'Changeland': Film Review

Courtesy of Gravitas Ventures
Self-pity and solipsism in Thailand's tourist zone.

Seth Green's directing debut finds him playing a heartsick man moping through a Thailand beach vacation.

Beautiful places in foreign countries exist only to heal the souls of culturally oblivious Americans, right? So it seems in Seth Green's Changeland, in which a man flees a troubled marriage by hitting Thailand's beach resorts with an old pal. The sad sack and the mildly ugly American (played by Green and Breckin Meyer, respectively) show next to no interest in the culture of the place they've traveled to, but the place is extremely interested in them: Oddly, everyone from boat-tour guides to shot-bar patrons find time to ask our hero solicitous personal questions. If only he, or the film, had more interesting answers.

We open on Green's Brandon as he rises one morning from his marital bed and heads to the airport, maintaining a dead-eyed stoneface all the way from the U.S. to his layover in Dubai. There he's joined by globetrotting art-photographer Dan (Meyer), an old friend who finds himself very charming. Explaining why he's invited Dan on the last-minute trip, Brandon says, "I think Vanessa's cheating on me"; but he's skipped straight from suspicion to abandonment, leaving without a note or a voicemail on the morning of the couple's anniversary. (He had planned this trip as a surprise anniversary present.) It'll be a while before Dan voices the audience's puzzlement over all this, and Brandon's response does not satisfy. We're left to suspect he has misinterpreted evidence and that no affair exists — but the movie has no such twist up its sleeve.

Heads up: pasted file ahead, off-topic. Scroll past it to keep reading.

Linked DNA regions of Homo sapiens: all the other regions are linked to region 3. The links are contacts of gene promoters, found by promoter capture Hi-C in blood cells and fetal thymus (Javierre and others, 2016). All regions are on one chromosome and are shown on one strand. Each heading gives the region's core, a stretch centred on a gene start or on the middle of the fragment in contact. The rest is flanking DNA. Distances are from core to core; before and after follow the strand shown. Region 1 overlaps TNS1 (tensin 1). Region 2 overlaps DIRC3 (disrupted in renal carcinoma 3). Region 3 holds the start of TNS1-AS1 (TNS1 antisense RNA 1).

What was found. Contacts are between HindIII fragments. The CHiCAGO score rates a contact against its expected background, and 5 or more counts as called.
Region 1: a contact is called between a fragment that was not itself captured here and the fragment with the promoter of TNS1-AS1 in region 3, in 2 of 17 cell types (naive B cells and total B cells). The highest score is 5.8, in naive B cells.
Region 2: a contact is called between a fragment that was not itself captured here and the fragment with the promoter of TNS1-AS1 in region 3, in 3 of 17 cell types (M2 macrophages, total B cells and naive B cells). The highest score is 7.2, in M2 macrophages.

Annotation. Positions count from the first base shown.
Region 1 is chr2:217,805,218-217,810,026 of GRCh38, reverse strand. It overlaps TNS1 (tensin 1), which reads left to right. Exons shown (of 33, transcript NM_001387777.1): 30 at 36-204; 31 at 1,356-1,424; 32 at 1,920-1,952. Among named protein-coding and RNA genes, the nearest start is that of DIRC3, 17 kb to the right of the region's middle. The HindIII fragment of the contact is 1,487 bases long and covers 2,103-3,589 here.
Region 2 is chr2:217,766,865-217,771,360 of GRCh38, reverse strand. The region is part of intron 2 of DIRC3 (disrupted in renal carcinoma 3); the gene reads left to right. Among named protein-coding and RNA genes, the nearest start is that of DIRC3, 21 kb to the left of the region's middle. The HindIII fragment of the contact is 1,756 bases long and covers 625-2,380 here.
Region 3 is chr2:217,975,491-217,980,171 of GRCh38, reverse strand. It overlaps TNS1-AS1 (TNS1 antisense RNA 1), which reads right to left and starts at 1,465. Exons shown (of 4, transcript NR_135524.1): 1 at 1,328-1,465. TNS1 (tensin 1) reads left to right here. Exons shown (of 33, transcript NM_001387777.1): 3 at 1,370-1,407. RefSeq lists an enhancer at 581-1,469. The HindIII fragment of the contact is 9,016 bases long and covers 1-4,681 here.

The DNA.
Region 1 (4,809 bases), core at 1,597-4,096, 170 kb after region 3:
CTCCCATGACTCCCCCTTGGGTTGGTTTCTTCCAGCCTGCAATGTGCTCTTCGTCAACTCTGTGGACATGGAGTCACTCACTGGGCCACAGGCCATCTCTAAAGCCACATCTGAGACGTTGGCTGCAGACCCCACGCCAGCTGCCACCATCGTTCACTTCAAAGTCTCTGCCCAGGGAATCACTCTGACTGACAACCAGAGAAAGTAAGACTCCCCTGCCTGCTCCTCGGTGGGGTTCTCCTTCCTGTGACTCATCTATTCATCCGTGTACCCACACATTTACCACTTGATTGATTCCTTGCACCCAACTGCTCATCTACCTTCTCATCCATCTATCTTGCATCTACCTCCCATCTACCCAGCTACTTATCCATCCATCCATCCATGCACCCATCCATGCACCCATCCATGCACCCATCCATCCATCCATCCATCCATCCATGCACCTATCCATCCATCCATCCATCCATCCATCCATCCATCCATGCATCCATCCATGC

So the bros arrive at a luxe Phuket resort, where the film snickers heartily at the way a clerk assumes they're a couple. (More allegedly funny misunderstandings like this await.) They take a boat tour whose guide Pen (Brenda Song) has out-of-nowhere messages of uplift for Brandon; meanwhile, Dan won't take a very straightforward "no" for an answer from Pen's American co-worker Dory (Clare Grant). The movie will reward his pushiness, when they cross paths again and he woos her with a groan-worthy romantic discourse on analog photography. The line "Lady, I shoot eight-by-ten" makes her knees tremble, evidently.

After the requisite time paddling past gorgeous karsts and exploring a cave or two, the pic finds its comfort zone in a cluster of douchey tourist bars, where Brandon and Dan can be at home with expat Americans (like a louche guide played by Macaulay Culkin) or, worst-case, with Thai natives who have lived Stateside. A bodybuilder plucks them out of the crowd and decides to focus on their entertainment, declaring "tonight is going to be the greatest night of our lives" — but even in its rowdy behavior, Changeland is dishwater-ish, following a much-trod path toward the catharsis it feels it is owed.

Having worked together before and presumably become friends, Green and Meyer have an ease together onscreen. But that does little to bolster the script's thinly drawn dynamic, in which Dan is supposed to push Brandon to grow. "You wanna fight for it or not?" Dan asks, more than once, about his sluggish friend's endangered marriage; and he shares opinions about Brandon's wife he'd been keeping to himself. But really, the free spirit seems to think Brandon's problems will end only if he jumps off cliffs and drinks cocktails served in small buckets. If there's a big red "NO JUMPING" sign by the cliff, so much the better. It's not as if real people live in this place, or have their reasons to ask foreigners to behave.

Production company: Karivara Films
Distributor: Gravitas Ventures
Cast: Seth Green, Breckin Meyer, Brenda Song, Clare Grant, Macaulay Culkin
Director-screenwriter: Seth Green
Producer: Corey Moosa
Executive producers: Oliver Ackermann, Sean Akers, Jonathan Gardner
Director of photography: Patrick Ruth
Production designer: Chitanun Kamhongsa
Costume designer: Waraporn Kheawnanjai
Editor: Elizabeth Yng-Wong
Composer: Patrick Stump
Casting director: Inthira Maew Limthao

Rated R, 85 minutes